A Devastating Loss

“Angel came down from heaven yesterday; she stayed with me just long enough to rescue me.” The words are Jimi Hendrix’s. I’ve been listening to the song for the past eight months dreading this day. I began to hum them the day I learned Penelope would die as a result of her lymphoma.

Penelope was a border collie. For just over 11 years, she was by my side. Now she is gone. I am broken.

She was pure joy, an energetic and eager friend who never walked when she could run, who sprang to her feet whenever I so much as moved. She was always in search of work; I became that work, and she gave my all the loyalty she had.

Love defines us, and, somehow, this dog taught me things about love I hadn’t really learned before. She trusted me completely, and I worked never to violate that trust. She did not understand the silken words of an advocate. She trusted actions, consistency, and was a close student of my every gesture

Many years ago, I owned a dog named Xanthippe; she was named after Socrates’ wife, a woman so difficult, the reports go, that he was driven to the streets to philosophize, rather than stay home. I was not ready for a dog when Xanthippe stayed with us. We put her up for adoption after a disastrous year.

But I was ready for Penelope.

She was named after the patient and long-suffering wife of Odysseus. While he wandered home from Troy, Penelope waited for him, loyally fending off the many suitors who hoped Odysseus had died, and that they could take his wife as their own. She worked at her loom, promising the suitors that when the shroud she was weaving was done, she would choose a new husband.

Many years had passed since Odysseus had gone missing.

By day, she wound the shroud’s warp and woof, but by night, when the suitors slept, she undid the day’s work. She was faithful, you see.

I liked the image of this lover waiting for me throughout the days of my life, and I imagined the two of us growing old together, somehow fooling myself into believing that we’d age and die at the self-same rate.

We nearly lost her just after she was born. The veterinarian’s face tensed during Penny’s first check up. A heart defect. We had a decision to make, and we opted for surgery at Tufts, in Boston. She was one of the smallest animals ever to have the surgery.

Within weeks, she was bounding around, wild with excitement about everything. Years later, she ran headlong into a branch, injuring an eye — more surgery. She’s been to the vet any number of times for dings, cuts and scrapes. Life with Penelope was full-contact sport.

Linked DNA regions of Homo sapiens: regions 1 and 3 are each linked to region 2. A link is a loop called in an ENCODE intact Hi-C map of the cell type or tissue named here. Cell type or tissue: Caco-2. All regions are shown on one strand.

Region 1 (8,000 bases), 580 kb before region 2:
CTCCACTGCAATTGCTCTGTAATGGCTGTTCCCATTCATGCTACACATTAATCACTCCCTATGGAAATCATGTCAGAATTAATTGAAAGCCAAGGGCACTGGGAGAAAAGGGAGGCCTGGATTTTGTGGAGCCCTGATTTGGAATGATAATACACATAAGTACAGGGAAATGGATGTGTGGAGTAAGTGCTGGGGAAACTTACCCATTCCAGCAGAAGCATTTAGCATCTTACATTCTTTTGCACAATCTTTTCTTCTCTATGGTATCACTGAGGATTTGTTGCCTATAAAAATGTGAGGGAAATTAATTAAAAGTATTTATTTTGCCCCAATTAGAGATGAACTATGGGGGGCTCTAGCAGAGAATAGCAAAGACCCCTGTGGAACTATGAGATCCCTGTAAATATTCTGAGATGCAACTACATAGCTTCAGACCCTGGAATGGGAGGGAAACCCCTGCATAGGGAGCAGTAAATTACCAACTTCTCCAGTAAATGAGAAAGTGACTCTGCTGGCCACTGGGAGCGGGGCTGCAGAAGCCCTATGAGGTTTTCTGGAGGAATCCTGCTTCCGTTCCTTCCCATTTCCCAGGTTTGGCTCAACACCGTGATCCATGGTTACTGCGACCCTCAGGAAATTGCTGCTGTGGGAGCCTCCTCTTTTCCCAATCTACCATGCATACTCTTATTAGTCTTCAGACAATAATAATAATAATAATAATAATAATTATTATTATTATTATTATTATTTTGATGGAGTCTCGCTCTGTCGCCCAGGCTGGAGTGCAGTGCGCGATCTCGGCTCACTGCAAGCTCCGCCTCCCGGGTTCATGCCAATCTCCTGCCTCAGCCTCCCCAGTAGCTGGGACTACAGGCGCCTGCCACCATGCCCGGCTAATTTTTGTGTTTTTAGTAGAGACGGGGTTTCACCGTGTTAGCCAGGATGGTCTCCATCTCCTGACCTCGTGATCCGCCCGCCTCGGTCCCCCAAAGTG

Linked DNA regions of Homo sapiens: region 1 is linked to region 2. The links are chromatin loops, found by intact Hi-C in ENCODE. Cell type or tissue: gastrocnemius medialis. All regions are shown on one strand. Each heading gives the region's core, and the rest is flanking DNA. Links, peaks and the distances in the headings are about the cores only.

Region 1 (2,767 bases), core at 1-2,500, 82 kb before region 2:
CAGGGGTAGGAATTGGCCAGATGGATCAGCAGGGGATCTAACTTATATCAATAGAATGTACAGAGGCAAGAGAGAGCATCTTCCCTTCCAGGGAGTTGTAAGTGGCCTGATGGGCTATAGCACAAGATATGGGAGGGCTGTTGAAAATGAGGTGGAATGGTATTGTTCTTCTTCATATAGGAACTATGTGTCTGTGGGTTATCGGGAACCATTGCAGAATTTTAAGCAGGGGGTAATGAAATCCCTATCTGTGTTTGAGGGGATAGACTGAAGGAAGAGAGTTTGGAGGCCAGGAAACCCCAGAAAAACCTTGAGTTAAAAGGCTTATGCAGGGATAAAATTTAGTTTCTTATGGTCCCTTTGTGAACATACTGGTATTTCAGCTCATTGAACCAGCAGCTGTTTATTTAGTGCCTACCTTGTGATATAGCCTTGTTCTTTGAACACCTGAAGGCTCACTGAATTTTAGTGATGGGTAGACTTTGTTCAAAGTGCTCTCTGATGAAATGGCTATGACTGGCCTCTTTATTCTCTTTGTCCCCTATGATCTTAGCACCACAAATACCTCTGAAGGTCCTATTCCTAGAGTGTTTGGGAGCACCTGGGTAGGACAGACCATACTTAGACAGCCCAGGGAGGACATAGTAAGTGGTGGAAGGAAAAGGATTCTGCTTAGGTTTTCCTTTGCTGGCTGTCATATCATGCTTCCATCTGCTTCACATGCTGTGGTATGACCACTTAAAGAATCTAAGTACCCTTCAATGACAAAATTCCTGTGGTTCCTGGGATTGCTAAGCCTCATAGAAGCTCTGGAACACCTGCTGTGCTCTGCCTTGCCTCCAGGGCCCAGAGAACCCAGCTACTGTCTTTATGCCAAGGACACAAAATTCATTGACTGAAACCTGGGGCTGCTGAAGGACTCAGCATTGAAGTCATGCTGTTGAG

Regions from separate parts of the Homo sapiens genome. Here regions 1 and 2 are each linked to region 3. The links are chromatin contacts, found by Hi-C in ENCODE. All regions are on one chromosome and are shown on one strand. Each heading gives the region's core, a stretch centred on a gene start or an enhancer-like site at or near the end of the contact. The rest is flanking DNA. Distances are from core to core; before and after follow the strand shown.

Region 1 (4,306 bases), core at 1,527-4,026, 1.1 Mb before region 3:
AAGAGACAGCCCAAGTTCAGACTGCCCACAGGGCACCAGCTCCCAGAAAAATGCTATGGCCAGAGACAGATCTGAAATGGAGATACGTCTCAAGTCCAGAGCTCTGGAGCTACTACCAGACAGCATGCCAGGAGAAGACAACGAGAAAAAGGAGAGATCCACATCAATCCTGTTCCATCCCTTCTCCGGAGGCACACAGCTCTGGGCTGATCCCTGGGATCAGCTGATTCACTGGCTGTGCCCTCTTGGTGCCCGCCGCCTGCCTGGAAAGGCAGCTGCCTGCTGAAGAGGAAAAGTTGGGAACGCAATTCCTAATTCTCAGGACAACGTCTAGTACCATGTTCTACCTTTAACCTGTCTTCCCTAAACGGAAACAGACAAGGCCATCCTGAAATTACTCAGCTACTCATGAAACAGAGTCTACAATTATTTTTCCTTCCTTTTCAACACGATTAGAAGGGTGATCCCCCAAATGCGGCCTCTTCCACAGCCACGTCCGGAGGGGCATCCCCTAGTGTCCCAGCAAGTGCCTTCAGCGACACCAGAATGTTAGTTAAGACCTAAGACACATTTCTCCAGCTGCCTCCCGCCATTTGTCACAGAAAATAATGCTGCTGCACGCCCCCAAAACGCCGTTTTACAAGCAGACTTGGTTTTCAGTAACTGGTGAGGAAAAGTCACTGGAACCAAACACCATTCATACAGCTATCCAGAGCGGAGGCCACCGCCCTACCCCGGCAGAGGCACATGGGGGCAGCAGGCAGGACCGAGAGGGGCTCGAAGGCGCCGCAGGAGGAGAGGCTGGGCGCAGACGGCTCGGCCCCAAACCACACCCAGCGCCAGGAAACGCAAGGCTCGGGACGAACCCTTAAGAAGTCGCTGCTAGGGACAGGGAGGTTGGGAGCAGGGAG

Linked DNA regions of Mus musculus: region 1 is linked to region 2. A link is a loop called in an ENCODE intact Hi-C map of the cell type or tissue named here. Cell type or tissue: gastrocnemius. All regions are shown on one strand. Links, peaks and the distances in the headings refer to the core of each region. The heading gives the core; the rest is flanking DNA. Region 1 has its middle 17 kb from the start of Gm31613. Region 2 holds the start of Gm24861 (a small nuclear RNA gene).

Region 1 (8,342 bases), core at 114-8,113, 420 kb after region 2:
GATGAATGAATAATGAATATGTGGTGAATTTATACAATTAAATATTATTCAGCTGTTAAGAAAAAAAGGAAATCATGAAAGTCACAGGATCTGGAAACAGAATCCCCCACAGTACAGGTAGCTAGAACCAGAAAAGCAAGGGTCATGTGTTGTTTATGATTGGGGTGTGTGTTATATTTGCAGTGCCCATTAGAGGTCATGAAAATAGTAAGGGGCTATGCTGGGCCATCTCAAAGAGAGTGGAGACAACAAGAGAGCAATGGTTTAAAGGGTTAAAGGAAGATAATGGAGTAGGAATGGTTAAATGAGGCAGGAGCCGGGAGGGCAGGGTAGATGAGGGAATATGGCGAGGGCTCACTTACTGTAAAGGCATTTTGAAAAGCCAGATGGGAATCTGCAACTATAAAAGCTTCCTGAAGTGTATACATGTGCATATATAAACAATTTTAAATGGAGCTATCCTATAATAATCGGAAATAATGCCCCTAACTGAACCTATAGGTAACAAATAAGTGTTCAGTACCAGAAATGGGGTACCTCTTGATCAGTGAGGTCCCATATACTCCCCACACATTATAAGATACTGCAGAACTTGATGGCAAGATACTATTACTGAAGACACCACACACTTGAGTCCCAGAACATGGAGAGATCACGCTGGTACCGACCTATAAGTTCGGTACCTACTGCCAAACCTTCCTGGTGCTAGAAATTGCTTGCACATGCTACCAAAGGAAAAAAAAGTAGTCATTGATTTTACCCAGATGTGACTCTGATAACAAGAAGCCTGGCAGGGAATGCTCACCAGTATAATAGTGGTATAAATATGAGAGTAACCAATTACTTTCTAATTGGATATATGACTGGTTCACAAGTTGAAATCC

We tried to work sheep with her for a while, but she was keen, too keen to be trained without serious effort of the sort a full-time lawyer could not sustain. One day, I was in a corral with her as we circled some lambs. She grabbed the rear leg of one, and ignored my command to release. I grabbed her by the neck and haunch, lifting her up. She looked startled, as though the Rapture had come. I swear I heard her giggle, although I know she could not have done so.

“I knew her grandfather,” a shepherd once told me. “She’s just like he was — stubborn.”

But I loved her just the same.

Penelope loved tennis balls. Whenever we were out on our land, she’d run to and fro searching for a stray. When she found one, she’d come running, always running, to drop it at my feet, and hunch down looking at me. She wanted me to throw it or kick it away from her, always in search of work.

She wore grooves in some of the fields we’d work, always running the same route, covered in spring mud, or leaping through deep snow. We worried she’d run herself to death in the summer’s heat.

She was ferocious when it came to me, a “resource guarder,” an animal trainer once told me. But when she knew she had me all to herself, she’d leap into my lap, tuck her head beneath my chin, and turn such that her stomach was up and ready for stroking. I’ve spent hours humming to her, even singing — never mind that I cannot carry a tune.

Our children were scandalized by how much my wife and I came to love her. I think they felt as though we had replaced them with her, and with her brother, born of the same litter, Odysseus.

“I guess in a way we did,” I once told my oldest. “You’ve all grown and fled the coop. We still have love to give.”

It’s hard to lose something you love. I cried each time a child left home; I’ve cried imagining saying goodbye to Penny. I’ve more tears yet to shed for her.

One of the veterinarians at Central Animal Hospital in North Haven gave us good advice about when to say goodbye to Penny. “She’ll tell you when she’s ready,” they said.

And it was so. She went from a bundle of constant energy, to having good days and then bad. Even at the end she could muster a joyful bark when I returned home. But then the long stares, the difficulty getting up, the effort to give her tail the smallest of thumps.

“Thank you, Penelope,” I’d tell her as we sat. “Thank you for all the love you gave me. Thank you for your patience and always being faithful. You made me a better man.” I slept on the floor with her the last few months, taking her in, sheltering her.

Her brother Odysseus is still home with us. He was so good to her as she lay dying, always hovering nearby to protect her. Like us, he now wanders alone, this time he’s looking for Penelope. So am I.


Also listed under: Journal Register Columns


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